Prenatal Smoking Cessation and Infant Health: Evidence from Sibling Births
AbstractThis paper uses a unique large panel data of sibling births to provide new evidence on when prenatal smokers must quit smoking to deliver the healthy newborn. In a series of the mother fixed effect estimation, I find robust results that early cessation in the first trimester nullifies the adverse smoking impact, but late cessation in the second trimester still leaves a remarkably irreversible damage on infant health. About two third of the adverse smoking impact on infant health occurs in the second trimester, mainly through fetal growth retardation. Therefore the first trimester is the critical period for prenatal smoking cessation. In particular, failing to stop smoking promptly in this period is crucial to explain why low socioeconomic status prenatal smokers transmit their poor health and economic status to the offspring. The policy implication is that reallocating resources on prenatal smoking cessation towards the first trimester can lead to a significant effciency gain. This paper also uncovers a new source of downward bias in estimating the causal relation between a group measure "prenatal smokers" and infant health, if the timing information of smoking cessation is misused. Key Words: Prenatal Smoking, Timing of Smoking Cessation, Birth Weight, Low Birth Weight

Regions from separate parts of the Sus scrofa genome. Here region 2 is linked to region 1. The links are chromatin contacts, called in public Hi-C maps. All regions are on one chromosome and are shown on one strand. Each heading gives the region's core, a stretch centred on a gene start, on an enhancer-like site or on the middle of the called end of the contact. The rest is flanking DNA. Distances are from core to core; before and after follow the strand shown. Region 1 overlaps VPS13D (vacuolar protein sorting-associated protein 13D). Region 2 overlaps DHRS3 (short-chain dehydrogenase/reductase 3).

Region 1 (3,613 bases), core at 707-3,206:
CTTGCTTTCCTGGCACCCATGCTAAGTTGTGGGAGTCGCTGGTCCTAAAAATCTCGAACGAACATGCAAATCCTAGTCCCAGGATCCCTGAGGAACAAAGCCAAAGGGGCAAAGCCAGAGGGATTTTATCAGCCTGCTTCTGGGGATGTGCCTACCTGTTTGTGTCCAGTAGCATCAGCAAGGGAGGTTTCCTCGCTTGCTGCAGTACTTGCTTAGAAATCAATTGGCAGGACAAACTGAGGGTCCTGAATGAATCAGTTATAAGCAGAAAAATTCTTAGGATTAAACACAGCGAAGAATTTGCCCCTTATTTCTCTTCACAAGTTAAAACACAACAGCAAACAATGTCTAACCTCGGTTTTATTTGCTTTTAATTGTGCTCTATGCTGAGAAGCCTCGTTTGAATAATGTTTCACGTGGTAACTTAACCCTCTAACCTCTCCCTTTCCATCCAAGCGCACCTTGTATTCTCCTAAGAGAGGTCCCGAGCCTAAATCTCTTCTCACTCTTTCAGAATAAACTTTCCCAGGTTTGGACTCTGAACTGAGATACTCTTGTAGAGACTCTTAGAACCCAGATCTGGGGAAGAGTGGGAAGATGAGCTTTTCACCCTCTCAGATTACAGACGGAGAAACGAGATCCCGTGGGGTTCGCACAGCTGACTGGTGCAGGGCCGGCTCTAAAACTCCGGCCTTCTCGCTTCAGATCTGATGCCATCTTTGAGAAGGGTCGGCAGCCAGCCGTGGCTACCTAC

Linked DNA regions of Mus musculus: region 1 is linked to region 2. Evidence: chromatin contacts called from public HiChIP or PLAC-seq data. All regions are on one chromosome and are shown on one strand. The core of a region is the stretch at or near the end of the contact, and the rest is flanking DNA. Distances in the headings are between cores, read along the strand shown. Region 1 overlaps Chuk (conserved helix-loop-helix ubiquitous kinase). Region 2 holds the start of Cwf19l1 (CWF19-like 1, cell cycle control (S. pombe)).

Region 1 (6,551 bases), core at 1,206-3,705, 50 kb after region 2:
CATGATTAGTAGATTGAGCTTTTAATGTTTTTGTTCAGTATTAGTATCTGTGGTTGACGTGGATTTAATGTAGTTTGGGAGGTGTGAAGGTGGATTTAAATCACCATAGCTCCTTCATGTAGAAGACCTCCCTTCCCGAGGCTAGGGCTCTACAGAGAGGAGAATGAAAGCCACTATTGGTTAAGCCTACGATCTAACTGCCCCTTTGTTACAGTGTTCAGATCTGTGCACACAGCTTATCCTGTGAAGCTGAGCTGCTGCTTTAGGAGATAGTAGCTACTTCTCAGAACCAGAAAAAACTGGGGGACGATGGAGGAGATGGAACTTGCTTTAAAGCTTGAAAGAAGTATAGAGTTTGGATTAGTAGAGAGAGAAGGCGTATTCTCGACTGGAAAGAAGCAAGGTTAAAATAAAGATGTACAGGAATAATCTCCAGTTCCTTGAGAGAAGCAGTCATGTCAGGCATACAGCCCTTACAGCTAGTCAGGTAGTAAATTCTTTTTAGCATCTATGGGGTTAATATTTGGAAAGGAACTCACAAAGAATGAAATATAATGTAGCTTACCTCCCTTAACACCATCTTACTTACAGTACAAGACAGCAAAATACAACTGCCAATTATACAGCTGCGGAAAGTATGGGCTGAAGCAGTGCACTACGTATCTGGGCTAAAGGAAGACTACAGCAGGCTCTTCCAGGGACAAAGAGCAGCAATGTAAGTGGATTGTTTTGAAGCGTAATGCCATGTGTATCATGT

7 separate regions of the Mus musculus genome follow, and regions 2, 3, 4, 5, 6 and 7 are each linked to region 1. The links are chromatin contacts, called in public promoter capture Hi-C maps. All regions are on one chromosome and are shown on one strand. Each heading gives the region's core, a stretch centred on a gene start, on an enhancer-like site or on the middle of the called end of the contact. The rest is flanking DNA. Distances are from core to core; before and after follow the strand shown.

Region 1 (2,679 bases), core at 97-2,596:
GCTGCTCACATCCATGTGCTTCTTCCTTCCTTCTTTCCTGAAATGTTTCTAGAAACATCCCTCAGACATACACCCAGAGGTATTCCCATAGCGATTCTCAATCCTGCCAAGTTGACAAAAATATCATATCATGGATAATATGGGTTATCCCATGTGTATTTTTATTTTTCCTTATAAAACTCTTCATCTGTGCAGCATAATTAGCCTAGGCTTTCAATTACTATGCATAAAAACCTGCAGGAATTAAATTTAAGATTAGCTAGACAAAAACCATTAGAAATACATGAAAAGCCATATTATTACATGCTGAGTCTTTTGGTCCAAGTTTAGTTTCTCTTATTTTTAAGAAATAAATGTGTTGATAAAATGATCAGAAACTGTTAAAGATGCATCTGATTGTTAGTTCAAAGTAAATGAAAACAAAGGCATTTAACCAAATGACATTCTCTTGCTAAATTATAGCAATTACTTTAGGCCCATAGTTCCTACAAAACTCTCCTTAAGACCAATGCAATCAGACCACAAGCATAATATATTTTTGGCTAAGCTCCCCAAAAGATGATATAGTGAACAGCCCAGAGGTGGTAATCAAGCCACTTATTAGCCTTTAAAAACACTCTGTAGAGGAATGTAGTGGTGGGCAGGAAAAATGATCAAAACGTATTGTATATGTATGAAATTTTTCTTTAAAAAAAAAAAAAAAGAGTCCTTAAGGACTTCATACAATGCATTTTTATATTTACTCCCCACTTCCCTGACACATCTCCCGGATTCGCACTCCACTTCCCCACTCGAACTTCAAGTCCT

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Bibliographic InfoPaper provided by Department of Economics, Appalachian State University in its series Working Papers with number 11-18.
Date of creation: 2011
Date of revision:
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Other versions of this item:
- Ji Yan, 2013. "Prenatal Smoking Cessation and Infant Health: Evidence from Sibling Births," Southern Economic Journal, Southern Economic Association, vol. 80(2), pages 299-323, October.
- D13 - Microeconomics - - Household Behavior - - - Household Production and Intrahouse Allocation
- I12 - Health, Education, and Welfare - - Health - - - Health Production
- I18 - Health, Education, and Welfare - - Health - - - Government Policy; Regulation; Public Health
- J13 - Labor and Demographic Economics - - Demographic Economics - - - Fertility; Family Planning; Child Care; Children; Youth
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